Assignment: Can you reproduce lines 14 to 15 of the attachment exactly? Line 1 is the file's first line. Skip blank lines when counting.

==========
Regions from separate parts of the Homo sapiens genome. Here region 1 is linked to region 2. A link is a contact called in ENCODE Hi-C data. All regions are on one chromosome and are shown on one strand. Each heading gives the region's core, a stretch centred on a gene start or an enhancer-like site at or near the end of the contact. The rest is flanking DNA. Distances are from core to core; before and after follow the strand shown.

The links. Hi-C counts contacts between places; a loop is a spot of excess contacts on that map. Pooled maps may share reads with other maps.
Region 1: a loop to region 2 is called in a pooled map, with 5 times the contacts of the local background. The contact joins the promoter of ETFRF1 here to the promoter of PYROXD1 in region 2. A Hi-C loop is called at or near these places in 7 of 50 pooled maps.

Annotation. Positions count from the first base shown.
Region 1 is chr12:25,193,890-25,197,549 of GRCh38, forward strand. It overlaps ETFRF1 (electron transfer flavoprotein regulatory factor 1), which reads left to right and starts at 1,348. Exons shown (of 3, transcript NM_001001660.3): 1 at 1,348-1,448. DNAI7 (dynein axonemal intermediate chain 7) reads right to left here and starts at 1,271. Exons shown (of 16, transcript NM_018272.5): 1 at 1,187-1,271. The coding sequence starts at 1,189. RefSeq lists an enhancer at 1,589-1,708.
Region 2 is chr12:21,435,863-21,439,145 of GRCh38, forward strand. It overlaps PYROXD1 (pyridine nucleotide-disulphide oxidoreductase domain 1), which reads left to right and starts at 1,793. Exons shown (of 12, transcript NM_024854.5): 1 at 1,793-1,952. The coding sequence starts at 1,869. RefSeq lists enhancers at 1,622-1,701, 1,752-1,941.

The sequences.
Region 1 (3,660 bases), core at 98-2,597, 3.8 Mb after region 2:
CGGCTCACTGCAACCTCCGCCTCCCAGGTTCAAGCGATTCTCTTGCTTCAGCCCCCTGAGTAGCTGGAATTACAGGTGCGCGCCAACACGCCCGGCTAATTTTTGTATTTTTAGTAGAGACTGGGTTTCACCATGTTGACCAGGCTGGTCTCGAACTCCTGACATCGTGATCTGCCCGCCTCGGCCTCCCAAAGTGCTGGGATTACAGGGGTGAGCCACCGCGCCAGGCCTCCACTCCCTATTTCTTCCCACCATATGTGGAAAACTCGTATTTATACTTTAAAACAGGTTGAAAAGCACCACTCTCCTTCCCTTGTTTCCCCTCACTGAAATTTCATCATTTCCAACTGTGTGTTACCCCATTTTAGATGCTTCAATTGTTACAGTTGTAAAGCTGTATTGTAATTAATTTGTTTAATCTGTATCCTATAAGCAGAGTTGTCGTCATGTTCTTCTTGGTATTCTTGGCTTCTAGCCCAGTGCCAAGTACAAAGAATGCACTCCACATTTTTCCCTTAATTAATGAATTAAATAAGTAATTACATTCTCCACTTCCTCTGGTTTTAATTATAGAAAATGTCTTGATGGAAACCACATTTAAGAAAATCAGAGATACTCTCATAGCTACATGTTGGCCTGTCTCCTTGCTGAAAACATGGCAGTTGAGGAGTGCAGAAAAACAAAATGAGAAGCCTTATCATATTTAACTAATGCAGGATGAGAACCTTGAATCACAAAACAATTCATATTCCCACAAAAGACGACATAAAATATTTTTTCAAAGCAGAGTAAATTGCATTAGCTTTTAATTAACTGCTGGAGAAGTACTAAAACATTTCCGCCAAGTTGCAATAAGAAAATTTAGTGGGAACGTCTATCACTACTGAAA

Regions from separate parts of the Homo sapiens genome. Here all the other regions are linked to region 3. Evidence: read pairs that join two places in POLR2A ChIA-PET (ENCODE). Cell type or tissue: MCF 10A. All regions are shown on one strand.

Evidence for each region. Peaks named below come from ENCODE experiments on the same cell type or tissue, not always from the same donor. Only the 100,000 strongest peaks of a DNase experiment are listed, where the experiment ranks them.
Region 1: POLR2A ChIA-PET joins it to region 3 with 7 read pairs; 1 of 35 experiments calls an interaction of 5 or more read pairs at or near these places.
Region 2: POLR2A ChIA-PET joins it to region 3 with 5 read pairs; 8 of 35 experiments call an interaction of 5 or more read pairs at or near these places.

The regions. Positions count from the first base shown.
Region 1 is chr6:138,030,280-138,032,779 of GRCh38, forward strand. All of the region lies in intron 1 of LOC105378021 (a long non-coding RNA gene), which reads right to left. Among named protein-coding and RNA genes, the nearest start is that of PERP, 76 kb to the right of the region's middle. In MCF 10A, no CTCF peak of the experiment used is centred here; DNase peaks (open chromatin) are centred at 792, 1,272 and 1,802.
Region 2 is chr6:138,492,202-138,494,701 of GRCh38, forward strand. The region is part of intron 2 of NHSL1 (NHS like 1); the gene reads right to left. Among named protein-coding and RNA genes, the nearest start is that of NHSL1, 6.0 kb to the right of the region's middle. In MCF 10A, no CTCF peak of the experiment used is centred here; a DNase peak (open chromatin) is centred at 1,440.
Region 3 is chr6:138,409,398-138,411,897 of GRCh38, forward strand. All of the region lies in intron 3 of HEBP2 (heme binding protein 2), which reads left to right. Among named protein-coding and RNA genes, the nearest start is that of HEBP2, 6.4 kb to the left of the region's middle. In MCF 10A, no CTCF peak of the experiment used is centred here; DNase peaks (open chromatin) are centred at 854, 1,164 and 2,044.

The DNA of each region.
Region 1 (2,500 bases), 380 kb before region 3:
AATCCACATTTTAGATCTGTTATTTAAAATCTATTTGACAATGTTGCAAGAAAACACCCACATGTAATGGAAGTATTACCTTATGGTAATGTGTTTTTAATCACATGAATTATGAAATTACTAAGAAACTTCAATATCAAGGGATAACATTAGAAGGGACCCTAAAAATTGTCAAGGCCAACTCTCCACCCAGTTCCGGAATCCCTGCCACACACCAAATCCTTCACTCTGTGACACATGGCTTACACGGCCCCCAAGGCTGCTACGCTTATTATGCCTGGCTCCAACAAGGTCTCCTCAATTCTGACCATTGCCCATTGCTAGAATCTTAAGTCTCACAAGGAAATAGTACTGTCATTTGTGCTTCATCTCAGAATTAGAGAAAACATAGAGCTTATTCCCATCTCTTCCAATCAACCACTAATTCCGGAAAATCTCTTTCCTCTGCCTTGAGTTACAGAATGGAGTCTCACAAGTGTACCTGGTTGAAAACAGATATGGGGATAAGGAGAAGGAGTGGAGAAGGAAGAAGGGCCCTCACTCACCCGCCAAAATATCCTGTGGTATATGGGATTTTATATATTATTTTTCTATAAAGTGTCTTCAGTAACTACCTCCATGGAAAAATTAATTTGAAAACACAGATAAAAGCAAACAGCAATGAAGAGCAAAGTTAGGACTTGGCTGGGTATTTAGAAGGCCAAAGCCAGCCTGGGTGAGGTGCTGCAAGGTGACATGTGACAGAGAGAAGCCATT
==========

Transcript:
The regions. Positions count from the first base shown.
Region 1 is chr6:138,030,280-138,032,779 of GRCh38, forward strand. All of the region lies in intron 1 of LOC105378021 (a long non-coding RNA gene), which reads right to left. Among named protein-coding and RNA genes, the nearest start is that of PERP, 76 kb to the right of the region's middle. In MCF 10A, no CTCF peak of the experiment used is centred here; DNase peaks (open chromatin) are centred at 792, 1,272 and 1,802.